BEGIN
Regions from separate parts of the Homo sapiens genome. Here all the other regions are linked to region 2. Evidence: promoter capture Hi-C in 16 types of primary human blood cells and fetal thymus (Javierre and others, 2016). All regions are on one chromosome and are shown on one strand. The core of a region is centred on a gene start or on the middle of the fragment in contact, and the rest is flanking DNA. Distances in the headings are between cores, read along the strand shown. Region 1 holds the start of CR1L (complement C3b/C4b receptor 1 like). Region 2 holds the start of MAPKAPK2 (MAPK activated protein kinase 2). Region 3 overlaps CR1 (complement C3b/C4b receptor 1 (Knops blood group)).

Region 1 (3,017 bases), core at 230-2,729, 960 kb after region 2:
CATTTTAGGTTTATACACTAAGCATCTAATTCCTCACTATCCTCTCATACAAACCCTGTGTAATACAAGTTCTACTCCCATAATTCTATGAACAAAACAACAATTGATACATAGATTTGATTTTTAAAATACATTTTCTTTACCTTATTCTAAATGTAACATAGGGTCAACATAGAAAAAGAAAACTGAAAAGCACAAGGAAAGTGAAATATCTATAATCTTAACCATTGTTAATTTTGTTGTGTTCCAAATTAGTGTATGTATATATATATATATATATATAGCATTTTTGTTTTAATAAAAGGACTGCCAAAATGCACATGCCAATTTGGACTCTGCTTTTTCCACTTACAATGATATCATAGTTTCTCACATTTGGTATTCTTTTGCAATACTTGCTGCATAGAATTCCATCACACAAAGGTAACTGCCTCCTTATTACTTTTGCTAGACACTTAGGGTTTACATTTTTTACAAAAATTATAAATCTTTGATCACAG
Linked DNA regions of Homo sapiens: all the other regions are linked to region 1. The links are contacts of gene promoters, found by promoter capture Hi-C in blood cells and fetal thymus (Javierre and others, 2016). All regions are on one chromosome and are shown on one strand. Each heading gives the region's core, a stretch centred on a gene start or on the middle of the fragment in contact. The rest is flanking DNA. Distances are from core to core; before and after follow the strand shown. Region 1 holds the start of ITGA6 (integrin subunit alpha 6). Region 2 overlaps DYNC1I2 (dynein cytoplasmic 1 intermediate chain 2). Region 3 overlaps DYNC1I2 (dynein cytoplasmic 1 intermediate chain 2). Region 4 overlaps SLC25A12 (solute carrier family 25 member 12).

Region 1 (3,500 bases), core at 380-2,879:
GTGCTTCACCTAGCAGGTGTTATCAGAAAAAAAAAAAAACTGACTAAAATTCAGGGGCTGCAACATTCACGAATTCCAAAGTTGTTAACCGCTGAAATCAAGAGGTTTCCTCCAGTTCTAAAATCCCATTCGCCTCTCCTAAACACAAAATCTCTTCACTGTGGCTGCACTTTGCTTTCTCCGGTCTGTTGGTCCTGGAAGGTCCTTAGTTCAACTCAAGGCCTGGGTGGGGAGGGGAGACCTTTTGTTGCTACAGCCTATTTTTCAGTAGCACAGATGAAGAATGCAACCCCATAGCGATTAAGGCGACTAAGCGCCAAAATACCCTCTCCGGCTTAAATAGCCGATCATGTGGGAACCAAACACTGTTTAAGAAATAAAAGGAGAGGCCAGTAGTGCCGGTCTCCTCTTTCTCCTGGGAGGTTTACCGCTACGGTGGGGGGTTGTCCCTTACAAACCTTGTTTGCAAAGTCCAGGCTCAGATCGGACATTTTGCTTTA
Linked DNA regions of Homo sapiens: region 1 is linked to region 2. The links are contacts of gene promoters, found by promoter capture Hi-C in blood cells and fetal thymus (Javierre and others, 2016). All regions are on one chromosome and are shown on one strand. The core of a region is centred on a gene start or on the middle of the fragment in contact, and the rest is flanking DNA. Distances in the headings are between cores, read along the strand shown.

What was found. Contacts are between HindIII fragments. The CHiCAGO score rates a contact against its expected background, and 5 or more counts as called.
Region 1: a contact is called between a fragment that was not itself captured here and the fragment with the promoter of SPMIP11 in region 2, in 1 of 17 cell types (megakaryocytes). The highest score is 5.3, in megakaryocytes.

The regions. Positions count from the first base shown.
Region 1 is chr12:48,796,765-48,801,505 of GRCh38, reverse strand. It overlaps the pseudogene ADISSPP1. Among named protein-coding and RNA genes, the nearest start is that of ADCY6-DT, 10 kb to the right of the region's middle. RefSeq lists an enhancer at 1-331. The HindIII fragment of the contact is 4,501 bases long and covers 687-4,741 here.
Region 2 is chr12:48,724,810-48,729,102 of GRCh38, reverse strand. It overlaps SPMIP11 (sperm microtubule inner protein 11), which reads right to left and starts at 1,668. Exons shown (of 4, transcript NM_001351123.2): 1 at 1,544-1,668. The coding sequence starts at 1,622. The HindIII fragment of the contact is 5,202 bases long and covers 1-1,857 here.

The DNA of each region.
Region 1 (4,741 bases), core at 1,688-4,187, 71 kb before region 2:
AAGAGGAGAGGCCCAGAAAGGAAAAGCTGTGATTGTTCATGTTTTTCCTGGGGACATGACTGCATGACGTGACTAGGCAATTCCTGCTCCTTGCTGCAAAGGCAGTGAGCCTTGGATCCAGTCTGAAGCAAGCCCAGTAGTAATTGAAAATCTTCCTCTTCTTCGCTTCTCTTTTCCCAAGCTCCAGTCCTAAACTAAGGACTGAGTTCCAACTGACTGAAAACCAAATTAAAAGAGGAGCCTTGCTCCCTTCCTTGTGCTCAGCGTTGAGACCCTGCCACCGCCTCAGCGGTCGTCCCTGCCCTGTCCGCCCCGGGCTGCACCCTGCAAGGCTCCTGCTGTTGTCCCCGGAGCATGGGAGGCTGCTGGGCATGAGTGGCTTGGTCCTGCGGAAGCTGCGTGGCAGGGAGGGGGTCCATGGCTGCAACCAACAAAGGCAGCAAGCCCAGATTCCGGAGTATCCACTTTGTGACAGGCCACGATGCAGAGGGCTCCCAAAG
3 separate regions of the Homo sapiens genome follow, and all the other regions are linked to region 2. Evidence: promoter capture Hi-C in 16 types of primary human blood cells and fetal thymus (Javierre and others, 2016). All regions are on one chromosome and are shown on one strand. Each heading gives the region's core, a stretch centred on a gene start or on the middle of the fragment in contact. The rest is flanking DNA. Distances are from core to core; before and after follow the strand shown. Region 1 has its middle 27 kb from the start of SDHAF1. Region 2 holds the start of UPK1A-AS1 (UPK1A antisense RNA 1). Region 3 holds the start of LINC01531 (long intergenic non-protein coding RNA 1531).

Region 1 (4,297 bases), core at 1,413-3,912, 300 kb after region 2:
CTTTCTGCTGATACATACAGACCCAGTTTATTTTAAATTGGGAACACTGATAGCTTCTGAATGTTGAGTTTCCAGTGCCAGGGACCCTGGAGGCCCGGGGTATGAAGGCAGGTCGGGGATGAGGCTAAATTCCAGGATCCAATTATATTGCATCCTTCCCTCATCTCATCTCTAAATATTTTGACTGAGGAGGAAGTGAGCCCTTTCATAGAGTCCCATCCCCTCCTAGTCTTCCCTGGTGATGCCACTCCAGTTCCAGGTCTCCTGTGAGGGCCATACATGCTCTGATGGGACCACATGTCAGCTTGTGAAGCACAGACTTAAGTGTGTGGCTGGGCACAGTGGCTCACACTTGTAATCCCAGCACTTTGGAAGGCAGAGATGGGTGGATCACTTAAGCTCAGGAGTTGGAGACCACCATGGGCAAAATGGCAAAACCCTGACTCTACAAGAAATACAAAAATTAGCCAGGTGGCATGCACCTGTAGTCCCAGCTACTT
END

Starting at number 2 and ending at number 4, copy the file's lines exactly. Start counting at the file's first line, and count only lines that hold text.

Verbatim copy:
Region 1 (3,017 bases), core at 230-2,729, 960 kb after region 2:
CATTTTAGGTTTATACACTAAGCATCTAATTCCTCACTATCCTCTCATACAAACCCTGTGTAATACAAGTTCTACTCCCATAATTCTATGAACAAAACAACAATTGATACATAGATTTGATTTTTAAAATACATTTTCTTTACCTTATTCTAAATGTAACATAGGGTCAACATAGAAAAAGAAAACTGAAAAGCACAAGGAAAGTGAAATATCTATAATCTTAACCATTGTTAATTTTGTTGTGTTCCAAATTAGTGTATGTATATATATATATATATATATAGCATTTTTGTTTTAATAAAAGGACTGCCAAAATGCACATGCCAATTTGGACTCTGCTTTTTCCACTTACAATGATATCATAGTTTCTCACATTTGGTATTCTTTTGCAATACTTGCTGCATAGAATTCCATCACACAAAGGTAACTGCCTCCTTATTACTTTTGCTAGACACTTAGGGTTTACATTTTTTACAAAAATTATAAATCTTTGATCACAG
Linked DNA regions of Homo sapiens: all the other regions are linked to region 1. The links are contacts of gene promoters, found by promoter capture Hi-C in blood cells and fetal thymus (Javierre and others, 2016). All regions are on one chromosome and are shown on one strand. Each heading gives the region's core, a stretch centred on a gene start or on the middle of the fragment in contact. The rest is flanking DNA. Distances are from core to core; before and after follow the strand shown. Region 1 holds the start of ITGA6 (integrin subunit alpha 6). Region 2 overlaps DYNC1I2 (dynein cytoplasmic 1 intermediate chain 2). Region 3 overlaps DYNC1I2 (dynein cytoplasmic 1 intermediate chain 2). Region 4 overlaps SLC25A12 (solute carrier family 25 member 12).